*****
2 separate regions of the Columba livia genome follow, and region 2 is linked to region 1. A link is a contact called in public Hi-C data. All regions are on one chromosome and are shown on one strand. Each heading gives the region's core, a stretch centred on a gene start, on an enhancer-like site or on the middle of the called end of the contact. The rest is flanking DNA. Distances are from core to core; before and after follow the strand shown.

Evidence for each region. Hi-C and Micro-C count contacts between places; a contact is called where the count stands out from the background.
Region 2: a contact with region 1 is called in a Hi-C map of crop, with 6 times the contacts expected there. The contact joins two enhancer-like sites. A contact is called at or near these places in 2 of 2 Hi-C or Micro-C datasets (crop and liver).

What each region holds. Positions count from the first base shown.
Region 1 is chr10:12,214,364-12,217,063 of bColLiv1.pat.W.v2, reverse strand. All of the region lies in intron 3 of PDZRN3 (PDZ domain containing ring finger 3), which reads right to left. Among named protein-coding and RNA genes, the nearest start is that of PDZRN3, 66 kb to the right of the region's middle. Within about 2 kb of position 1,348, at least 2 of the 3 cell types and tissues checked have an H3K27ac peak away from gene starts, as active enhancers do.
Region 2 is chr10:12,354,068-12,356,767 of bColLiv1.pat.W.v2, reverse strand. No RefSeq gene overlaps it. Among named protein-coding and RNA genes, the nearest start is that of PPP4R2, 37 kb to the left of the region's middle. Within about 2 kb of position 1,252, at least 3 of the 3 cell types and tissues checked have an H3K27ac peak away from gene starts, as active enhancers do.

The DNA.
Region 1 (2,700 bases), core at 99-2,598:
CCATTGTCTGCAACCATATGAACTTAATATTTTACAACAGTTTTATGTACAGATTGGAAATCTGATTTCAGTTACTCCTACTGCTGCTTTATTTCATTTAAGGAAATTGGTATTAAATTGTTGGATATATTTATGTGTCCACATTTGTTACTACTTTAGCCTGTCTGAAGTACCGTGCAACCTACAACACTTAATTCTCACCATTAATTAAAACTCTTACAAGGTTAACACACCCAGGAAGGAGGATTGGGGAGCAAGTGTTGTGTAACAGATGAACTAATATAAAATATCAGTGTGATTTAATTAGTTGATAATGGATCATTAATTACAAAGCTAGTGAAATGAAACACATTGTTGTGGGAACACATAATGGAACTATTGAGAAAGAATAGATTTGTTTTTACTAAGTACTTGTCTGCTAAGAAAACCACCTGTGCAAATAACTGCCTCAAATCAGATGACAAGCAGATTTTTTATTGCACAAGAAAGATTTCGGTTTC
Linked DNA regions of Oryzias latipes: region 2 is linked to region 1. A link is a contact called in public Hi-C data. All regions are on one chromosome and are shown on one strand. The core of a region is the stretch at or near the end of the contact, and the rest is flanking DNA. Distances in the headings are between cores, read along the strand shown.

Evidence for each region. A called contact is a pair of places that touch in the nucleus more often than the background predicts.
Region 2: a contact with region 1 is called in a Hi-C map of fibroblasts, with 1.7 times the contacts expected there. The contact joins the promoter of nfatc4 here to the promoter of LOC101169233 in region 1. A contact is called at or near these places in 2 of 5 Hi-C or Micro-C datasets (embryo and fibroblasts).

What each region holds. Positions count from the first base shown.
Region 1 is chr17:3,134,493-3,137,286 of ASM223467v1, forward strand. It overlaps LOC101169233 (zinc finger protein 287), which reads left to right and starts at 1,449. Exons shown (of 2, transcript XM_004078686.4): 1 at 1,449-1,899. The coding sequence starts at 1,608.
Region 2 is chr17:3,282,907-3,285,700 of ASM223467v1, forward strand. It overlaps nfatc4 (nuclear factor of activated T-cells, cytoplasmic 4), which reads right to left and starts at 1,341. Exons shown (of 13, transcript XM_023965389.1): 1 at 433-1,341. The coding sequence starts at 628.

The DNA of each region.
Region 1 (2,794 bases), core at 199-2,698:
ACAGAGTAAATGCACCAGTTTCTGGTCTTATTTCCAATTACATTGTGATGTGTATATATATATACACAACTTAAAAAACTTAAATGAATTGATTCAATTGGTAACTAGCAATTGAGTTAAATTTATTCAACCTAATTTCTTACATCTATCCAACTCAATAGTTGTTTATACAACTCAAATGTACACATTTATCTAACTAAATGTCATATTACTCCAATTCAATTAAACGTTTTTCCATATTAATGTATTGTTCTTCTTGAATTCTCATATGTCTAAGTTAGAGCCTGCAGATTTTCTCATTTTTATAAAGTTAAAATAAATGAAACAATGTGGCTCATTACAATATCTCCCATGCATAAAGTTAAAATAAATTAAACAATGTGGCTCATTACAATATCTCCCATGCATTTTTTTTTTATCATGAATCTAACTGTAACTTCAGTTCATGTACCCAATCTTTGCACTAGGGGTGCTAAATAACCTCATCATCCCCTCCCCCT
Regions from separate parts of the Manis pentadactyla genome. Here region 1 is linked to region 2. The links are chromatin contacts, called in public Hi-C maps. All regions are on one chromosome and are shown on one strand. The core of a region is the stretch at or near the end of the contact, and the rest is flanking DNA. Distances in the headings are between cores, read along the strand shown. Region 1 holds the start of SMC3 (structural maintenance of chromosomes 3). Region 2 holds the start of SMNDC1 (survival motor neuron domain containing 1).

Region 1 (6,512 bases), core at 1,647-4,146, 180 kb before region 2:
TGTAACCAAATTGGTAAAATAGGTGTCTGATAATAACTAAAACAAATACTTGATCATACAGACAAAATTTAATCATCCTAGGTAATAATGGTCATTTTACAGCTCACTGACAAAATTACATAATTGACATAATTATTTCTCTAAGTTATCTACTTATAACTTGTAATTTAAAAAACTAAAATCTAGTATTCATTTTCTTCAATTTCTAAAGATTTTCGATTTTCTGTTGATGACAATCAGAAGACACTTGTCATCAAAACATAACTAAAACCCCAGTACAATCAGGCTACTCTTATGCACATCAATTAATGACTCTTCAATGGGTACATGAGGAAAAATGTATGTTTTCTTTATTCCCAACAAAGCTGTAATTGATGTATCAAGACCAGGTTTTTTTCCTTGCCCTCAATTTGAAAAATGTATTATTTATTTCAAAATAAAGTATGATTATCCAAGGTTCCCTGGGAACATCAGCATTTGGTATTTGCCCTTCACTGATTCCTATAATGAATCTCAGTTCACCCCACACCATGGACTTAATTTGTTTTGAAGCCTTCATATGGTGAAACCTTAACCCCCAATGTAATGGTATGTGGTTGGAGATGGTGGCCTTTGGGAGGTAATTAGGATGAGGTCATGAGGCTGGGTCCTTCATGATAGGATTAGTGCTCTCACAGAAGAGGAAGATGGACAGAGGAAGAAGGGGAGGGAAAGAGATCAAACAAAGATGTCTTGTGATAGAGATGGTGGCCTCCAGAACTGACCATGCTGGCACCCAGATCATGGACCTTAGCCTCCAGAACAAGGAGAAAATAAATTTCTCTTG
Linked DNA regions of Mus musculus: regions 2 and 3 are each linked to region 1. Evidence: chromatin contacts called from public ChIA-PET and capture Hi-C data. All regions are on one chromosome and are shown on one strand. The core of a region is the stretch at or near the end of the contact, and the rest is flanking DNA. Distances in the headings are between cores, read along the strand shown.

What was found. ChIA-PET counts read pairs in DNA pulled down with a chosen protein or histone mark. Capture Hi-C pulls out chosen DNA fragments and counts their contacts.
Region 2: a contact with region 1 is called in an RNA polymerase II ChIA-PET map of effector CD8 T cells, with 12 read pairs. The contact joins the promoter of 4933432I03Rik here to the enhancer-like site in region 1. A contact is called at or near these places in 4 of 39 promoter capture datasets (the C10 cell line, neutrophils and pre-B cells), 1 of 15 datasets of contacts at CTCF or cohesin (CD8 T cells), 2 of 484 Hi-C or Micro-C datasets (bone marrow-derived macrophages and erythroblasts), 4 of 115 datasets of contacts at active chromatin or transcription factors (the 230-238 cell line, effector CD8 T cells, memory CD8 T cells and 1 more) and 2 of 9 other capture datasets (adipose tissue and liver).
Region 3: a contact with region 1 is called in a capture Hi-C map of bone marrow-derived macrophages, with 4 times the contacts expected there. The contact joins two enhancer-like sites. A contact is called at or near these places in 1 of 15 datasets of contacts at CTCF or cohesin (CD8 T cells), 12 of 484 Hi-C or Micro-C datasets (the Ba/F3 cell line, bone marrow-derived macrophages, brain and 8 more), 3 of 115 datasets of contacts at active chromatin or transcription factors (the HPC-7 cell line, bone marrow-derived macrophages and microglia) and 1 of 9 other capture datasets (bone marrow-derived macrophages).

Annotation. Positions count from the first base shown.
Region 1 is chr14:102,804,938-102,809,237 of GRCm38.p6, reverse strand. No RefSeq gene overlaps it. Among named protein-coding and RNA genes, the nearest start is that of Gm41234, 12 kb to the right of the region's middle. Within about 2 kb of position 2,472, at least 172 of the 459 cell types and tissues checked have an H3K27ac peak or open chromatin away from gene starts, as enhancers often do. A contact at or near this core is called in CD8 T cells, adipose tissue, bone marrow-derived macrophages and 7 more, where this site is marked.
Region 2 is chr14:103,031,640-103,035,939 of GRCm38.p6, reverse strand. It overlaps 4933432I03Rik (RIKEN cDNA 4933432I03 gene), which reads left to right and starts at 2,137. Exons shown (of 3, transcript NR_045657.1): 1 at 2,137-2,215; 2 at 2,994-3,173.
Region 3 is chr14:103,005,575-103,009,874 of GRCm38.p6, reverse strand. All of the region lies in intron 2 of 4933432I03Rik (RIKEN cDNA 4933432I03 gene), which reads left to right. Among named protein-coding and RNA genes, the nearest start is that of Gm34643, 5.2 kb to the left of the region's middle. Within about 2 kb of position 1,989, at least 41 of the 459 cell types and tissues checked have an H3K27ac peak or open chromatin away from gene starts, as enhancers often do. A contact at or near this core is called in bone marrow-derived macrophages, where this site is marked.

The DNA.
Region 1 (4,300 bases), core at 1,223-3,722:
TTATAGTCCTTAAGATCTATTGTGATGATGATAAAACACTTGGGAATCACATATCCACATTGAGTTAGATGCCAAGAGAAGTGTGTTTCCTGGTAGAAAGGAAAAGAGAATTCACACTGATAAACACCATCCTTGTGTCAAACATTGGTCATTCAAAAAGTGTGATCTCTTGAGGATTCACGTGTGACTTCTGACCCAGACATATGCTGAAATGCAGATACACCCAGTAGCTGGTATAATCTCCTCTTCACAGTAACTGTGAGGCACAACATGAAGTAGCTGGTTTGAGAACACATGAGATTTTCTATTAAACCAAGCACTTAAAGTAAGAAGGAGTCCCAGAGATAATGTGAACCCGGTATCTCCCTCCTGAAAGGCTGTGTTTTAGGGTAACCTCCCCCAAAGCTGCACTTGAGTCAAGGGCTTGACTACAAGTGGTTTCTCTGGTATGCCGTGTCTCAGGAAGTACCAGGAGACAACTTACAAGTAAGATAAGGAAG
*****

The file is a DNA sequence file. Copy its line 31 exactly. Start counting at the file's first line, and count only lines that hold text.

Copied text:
Region 1 (4,300 bases), core at 1,223-3,722: